Savings aren’t the only game in town. Supermarkets should tout service to their advantage.
Maybe supermarkets are chasing consumers with the wrong marketing strategies and messages – at least where low-priced competitors are concerned.
Rather than vie for trips on the basis of price vs. Sam’s Club, Walmart and similar operators – a fight they can’t win – why not call these operators out for bad service? Imagine a media campaign that openly asks shoppers, “Why would you pay $50 for bad service?”
Indeed, why do wholesale club members pay annual fees to access cavernous bare bone stores that require travel to reach, tolerance to navigate, and will power to avoid overbuying large-package quantities? Are the values that compelling when the discomforts are figured in? How do savings calculate against extra time spent?
The lack of service is appalling to many – and can be picked on in media campaigns if supermarkets choose to call out these trip stealers.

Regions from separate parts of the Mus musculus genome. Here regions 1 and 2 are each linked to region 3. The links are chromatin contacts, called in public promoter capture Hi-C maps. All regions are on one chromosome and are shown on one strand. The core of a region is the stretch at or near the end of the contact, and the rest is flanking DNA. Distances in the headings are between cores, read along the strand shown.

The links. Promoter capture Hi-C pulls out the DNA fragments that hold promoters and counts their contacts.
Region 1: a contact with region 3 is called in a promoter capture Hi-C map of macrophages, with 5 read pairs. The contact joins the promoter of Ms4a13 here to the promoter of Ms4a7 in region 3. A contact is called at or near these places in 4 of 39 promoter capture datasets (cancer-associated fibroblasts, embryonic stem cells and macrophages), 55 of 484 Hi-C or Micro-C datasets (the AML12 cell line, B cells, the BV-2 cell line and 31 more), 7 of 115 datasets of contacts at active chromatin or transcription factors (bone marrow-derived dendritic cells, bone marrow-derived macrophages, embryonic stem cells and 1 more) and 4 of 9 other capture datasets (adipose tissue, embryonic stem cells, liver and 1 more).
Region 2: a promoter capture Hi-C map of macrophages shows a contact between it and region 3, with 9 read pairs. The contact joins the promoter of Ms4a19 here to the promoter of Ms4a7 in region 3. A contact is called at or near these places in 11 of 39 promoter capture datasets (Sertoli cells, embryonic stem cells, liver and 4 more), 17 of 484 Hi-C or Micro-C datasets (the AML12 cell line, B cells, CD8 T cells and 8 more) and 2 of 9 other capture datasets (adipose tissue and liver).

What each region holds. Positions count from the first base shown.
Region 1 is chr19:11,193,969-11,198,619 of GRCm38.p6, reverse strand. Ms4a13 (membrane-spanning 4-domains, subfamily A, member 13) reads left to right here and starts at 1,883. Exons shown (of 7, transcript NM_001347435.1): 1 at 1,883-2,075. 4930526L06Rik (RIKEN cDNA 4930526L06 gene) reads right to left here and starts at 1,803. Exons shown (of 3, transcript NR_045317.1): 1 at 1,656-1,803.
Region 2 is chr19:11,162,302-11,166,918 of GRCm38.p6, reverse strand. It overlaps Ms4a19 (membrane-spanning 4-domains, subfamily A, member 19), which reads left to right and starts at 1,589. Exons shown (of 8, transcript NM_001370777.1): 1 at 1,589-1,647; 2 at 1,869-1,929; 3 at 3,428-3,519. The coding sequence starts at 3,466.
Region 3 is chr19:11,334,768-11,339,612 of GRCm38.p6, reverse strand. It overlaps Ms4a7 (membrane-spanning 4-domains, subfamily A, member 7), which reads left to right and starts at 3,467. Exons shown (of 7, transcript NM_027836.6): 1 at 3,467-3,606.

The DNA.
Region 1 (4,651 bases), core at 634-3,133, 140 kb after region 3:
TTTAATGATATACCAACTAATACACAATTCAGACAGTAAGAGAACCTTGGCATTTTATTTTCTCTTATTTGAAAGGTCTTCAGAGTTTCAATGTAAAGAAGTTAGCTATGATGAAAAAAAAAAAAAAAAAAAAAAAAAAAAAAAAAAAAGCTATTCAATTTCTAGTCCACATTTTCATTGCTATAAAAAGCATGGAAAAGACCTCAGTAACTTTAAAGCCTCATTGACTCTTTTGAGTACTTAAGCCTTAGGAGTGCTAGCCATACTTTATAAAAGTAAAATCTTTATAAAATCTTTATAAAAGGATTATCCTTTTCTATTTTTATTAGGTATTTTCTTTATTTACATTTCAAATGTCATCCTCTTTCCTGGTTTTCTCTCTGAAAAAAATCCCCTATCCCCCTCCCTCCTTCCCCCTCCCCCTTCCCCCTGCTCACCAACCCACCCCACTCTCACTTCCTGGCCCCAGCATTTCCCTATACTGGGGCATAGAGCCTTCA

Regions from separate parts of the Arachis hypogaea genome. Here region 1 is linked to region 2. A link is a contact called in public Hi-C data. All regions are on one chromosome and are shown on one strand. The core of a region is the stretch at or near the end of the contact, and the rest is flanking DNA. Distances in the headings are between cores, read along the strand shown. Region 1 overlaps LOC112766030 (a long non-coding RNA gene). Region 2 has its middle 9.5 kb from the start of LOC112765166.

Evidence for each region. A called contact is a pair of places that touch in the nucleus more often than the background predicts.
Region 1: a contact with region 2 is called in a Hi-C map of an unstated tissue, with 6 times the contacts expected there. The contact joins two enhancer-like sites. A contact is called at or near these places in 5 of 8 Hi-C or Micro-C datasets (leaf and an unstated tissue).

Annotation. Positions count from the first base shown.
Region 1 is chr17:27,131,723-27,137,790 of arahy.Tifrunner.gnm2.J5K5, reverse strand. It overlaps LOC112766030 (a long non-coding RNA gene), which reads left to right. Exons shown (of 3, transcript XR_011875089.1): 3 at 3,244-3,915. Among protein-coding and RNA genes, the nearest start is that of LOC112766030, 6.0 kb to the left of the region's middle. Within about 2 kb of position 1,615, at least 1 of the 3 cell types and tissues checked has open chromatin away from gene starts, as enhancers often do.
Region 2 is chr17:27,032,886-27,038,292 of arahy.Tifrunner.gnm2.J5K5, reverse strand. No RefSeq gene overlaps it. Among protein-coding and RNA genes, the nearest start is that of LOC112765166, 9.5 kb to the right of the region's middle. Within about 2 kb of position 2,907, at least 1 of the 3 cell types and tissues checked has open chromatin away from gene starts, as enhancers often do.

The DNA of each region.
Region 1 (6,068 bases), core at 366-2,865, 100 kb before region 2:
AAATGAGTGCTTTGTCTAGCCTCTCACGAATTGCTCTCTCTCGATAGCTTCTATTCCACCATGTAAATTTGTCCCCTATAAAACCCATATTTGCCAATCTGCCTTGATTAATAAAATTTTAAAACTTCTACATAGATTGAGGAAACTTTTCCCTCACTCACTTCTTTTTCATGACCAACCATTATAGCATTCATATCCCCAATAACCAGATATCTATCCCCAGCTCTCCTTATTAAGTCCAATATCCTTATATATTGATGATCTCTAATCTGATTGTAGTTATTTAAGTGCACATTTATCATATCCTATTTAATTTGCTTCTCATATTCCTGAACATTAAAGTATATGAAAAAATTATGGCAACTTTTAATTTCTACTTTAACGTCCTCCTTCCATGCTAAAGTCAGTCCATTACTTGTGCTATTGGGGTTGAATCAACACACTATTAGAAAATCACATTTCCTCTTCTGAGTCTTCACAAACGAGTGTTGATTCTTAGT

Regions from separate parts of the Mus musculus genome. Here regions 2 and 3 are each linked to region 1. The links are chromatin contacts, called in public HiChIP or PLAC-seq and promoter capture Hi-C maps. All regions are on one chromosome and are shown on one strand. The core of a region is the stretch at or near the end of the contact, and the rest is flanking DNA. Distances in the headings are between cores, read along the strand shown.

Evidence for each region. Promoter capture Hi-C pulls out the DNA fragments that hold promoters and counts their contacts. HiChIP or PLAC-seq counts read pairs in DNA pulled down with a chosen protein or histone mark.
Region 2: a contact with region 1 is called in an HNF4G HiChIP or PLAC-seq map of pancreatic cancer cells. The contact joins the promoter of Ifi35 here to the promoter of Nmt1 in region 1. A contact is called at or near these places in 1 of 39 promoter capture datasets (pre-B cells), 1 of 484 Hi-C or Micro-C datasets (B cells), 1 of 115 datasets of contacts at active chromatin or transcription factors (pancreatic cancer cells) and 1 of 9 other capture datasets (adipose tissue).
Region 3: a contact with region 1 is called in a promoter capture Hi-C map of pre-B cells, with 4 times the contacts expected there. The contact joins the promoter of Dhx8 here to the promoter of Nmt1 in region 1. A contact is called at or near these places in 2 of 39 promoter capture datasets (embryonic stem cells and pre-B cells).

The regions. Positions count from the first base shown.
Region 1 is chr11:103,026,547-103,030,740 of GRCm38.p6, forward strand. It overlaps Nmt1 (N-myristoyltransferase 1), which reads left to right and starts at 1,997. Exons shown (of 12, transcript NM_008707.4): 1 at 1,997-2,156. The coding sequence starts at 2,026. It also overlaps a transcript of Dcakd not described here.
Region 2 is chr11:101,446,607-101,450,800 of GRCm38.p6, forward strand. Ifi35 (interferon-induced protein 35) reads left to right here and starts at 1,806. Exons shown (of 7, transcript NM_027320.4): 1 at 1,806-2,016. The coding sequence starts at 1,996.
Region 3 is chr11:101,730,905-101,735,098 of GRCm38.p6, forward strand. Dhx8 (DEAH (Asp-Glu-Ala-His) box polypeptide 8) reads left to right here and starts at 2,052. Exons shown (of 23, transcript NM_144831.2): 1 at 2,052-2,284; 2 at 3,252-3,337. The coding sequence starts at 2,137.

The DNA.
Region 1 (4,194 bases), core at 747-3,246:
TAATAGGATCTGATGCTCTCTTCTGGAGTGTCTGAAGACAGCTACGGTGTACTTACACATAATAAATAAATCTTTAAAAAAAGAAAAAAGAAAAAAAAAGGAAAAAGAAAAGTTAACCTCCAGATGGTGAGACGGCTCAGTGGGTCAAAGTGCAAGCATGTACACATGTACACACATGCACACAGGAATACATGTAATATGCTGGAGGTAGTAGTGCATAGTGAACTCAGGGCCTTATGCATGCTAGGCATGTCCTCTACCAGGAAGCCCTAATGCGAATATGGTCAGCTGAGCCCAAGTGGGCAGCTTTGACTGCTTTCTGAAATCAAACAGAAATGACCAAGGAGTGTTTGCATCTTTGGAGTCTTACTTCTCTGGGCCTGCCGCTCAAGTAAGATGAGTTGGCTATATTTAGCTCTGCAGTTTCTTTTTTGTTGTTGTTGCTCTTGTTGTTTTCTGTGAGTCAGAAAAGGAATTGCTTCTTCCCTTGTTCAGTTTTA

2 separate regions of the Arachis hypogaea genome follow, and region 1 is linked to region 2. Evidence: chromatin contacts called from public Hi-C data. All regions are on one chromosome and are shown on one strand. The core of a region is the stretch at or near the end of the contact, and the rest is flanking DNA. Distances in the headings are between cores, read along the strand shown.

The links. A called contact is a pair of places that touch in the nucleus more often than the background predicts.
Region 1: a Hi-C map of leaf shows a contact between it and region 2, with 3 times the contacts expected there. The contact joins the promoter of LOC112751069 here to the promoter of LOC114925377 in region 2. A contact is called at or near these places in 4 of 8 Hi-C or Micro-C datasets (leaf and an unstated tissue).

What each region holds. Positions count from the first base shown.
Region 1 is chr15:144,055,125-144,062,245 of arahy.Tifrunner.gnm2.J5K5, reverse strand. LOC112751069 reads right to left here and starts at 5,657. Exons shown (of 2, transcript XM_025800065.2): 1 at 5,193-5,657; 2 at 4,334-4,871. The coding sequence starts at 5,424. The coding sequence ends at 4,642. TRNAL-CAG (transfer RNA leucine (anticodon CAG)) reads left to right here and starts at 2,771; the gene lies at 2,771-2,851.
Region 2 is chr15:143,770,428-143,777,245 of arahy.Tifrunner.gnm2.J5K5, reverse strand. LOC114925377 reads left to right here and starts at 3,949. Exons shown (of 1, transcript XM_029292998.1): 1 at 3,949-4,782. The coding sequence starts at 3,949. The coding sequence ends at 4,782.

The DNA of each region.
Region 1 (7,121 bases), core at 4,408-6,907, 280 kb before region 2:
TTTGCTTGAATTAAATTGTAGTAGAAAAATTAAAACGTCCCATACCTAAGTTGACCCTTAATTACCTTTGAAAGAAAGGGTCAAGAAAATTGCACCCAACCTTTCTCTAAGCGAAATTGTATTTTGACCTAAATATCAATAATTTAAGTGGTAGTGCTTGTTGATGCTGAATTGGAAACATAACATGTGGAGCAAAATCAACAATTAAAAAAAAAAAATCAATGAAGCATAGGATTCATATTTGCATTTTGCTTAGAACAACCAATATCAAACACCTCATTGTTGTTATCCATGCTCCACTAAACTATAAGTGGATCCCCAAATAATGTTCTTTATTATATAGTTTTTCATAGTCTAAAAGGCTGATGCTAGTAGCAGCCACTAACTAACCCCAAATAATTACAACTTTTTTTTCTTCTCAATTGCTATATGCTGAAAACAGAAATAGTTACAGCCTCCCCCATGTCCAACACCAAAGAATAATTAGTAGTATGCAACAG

In a Consumer Reports phone survey of more than 1,000 adult subscribers in March, respondents ranked Sam’s Club and Walmart “among the worst in areas such as buying small appliances, electronics, cell phones and groceries,” noted a Reuters account.
Nearly two-thirds of retail customers (64%) said they’ve walked out of stores due to poor assistance, the survey also showed.
The Lempert Report believes service is a hot button for consumers today because they’re worn out by savings strategies that have no end in sight. In the midst of making their household budgets work, stores that also serve them well (like Trader Joe’s) stand out as memorable relief.